As time went on, the Akmitasu Emperors took control over the fertile Dai Plain in Kodo Province in order to better maintain the position of emperor—this plain was one of the largest rice-producing regions in the Kozakuran islands. They continued the tradition of intermarriage with other clans in order to cement their power, and in Kozakuran Year 514 (440 DR), they moved the imperial capital to Dojyu on the Dai Plain in order to have a closer economic foundation for their power base.[8]

As a result of the constant expansion of the Akimatsu family, eventually several branches split from the Imperial line. Most of these cousins sought to control the Emperor through marriage to one of their own daughters, and attempting to manipulate succession to put a child emperor on the throne. In these cases, the regent to the Emperor (sessho) could often take power over the court by controlling appointments, land grants, and taxation. The Honda clan proved to be the most successful at this manipulation and they effectively ran the country through this system of sessho until Kozakuran Year 1119 (1045 DR).[8]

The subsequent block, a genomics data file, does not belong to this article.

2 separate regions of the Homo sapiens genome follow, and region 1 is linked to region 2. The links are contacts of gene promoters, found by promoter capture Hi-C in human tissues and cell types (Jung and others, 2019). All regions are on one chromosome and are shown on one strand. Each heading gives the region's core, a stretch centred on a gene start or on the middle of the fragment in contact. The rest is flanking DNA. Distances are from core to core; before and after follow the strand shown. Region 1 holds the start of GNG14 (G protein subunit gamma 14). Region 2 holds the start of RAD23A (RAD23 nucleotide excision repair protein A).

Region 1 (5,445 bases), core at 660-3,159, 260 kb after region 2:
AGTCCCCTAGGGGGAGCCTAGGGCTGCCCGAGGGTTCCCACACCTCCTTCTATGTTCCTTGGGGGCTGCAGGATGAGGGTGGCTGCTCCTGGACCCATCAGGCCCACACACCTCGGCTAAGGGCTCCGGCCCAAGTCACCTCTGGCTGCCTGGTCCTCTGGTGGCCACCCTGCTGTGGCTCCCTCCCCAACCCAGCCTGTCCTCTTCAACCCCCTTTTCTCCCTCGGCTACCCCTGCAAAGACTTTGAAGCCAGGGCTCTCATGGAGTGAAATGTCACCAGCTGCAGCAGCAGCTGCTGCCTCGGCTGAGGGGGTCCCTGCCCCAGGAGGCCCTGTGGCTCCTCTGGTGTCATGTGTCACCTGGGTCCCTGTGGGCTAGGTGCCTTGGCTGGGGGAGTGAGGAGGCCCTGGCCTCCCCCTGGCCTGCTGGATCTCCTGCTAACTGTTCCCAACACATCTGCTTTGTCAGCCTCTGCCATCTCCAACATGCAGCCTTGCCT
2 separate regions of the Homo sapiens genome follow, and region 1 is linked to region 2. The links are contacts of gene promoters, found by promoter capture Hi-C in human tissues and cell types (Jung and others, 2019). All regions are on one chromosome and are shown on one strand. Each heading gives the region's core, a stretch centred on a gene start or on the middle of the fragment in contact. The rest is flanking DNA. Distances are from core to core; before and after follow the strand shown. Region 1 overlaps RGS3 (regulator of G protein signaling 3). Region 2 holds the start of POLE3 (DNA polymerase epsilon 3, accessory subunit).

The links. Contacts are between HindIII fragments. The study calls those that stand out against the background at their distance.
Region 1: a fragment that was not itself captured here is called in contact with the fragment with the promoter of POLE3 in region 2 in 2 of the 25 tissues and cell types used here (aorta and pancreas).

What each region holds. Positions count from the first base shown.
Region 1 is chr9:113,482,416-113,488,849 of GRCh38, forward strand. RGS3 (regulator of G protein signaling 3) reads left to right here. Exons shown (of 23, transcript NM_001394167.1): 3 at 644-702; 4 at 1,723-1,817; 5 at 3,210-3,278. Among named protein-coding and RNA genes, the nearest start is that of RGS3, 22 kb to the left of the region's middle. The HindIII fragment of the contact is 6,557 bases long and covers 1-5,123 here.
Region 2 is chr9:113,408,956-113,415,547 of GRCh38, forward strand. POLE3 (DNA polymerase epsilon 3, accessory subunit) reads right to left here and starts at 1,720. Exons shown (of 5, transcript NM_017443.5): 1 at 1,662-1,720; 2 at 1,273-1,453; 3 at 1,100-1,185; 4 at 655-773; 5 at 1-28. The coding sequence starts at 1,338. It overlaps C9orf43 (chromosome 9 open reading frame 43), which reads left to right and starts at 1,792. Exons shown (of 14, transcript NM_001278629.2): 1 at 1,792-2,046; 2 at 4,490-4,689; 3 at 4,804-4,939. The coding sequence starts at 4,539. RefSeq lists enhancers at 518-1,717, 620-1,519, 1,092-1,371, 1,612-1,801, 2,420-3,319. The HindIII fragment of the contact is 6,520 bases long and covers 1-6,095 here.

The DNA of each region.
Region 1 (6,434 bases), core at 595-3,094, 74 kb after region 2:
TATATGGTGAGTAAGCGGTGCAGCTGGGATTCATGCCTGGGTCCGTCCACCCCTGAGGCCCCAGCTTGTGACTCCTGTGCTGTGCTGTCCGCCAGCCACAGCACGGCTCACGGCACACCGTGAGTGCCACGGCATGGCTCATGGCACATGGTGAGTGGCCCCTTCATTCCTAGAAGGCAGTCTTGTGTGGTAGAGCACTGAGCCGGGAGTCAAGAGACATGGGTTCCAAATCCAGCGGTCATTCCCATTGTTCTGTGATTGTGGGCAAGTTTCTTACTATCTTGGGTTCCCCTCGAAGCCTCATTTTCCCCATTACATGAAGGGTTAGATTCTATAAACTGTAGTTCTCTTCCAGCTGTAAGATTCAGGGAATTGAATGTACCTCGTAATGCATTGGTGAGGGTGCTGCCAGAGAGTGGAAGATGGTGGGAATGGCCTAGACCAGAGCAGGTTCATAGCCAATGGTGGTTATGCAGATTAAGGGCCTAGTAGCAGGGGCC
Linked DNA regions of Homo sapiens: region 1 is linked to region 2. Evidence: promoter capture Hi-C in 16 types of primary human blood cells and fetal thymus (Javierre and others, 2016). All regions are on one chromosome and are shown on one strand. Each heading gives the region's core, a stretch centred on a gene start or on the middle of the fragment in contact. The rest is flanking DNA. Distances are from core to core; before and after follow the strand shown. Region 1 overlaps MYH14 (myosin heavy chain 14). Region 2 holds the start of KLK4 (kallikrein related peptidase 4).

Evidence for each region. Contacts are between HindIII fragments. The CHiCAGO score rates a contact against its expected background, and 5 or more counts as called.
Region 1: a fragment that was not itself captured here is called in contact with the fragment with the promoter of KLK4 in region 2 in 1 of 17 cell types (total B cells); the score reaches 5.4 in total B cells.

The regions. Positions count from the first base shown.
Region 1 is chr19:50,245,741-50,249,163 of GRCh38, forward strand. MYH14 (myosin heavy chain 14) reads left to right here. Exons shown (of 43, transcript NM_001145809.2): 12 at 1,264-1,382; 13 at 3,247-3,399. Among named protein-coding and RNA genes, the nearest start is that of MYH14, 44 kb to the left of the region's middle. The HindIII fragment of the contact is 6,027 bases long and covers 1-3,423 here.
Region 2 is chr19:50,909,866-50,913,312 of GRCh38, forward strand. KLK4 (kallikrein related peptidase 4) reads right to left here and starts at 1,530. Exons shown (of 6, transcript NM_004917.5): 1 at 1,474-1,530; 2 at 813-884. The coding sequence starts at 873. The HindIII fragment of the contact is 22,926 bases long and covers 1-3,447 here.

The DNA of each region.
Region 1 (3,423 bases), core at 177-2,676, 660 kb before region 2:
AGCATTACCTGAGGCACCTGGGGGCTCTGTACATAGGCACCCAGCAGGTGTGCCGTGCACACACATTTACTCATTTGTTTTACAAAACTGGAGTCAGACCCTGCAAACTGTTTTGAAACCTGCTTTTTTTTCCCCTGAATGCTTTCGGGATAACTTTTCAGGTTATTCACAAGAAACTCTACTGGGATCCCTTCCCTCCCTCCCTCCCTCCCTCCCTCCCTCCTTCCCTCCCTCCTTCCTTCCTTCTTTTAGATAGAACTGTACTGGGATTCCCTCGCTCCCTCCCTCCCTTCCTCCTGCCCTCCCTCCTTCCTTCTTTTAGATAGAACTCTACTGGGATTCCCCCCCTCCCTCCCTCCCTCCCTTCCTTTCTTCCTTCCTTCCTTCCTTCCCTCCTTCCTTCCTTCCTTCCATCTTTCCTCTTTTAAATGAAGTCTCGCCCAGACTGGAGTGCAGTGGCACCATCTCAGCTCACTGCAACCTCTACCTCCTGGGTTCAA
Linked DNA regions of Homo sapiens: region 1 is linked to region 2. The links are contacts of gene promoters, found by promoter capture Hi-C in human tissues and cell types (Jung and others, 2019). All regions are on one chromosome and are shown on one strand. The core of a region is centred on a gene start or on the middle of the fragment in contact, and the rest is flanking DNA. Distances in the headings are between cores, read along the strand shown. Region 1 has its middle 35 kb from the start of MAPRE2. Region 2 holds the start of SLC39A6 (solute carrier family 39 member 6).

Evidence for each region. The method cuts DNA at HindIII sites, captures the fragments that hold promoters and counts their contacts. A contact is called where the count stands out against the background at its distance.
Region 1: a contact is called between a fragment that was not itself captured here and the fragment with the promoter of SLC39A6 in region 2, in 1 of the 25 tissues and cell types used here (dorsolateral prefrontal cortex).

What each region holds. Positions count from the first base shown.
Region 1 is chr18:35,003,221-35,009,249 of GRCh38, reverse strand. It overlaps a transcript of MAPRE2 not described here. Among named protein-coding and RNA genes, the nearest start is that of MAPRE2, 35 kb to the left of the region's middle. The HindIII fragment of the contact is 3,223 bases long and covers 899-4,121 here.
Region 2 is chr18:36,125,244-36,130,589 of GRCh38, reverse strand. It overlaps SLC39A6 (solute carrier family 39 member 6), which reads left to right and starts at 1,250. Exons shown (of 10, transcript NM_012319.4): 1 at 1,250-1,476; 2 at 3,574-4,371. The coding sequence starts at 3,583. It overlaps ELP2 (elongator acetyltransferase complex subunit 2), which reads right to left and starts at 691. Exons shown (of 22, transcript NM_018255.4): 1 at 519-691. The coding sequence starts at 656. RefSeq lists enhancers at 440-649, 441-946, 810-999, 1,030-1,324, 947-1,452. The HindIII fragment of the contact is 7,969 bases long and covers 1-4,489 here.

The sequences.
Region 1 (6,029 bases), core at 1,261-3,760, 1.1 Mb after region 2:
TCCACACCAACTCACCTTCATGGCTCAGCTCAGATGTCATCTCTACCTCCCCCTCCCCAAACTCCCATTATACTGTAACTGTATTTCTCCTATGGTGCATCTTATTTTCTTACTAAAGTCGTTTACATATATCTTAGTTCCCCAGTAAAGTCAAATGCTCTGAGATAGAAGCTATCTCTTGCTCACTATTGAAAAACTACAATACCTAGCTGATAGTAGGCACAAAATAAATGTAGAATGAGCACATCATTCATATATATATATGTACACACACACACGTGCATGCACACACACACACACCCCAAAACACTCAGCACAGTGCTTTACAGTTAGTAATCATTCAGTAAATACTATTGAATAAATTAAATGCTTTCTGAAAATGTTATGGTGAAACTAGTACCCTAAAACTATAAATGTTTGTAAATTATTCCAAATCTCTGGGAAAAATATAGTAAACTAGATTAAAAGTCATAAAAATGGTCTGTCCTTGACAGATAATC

Over the course of Imperial power, provinces grew more isolated and uncontrolled by the central authority and the landowning families far from court tended to fend for themselves, as help from Doyju took a long time to get and then to arrive. As a result, the provincial families funded their own soldiers for protection and tax collection, and developed an independent attitude. This led to the growth of a military class, and the fact that many landholding lords developed their own private armies (and fighting skills) contributed to decline in influence of the Akimatsu emperors.[8]

The Tennu war began in Kozakuran Year 1108 (1034 DR). In Kozakuran Year 1119 (1045 DR), when the dust had settled, it was the Hojo family who emerged as the most powerful. Seizing their opportunity, they forced Emperor Showaji to grant their family head Hojo Tademashi the title of shogun, or great warlord. From this point on, the real power in Kozakura lay with this military leader, though the Emperor continued to hold his position.[9][10]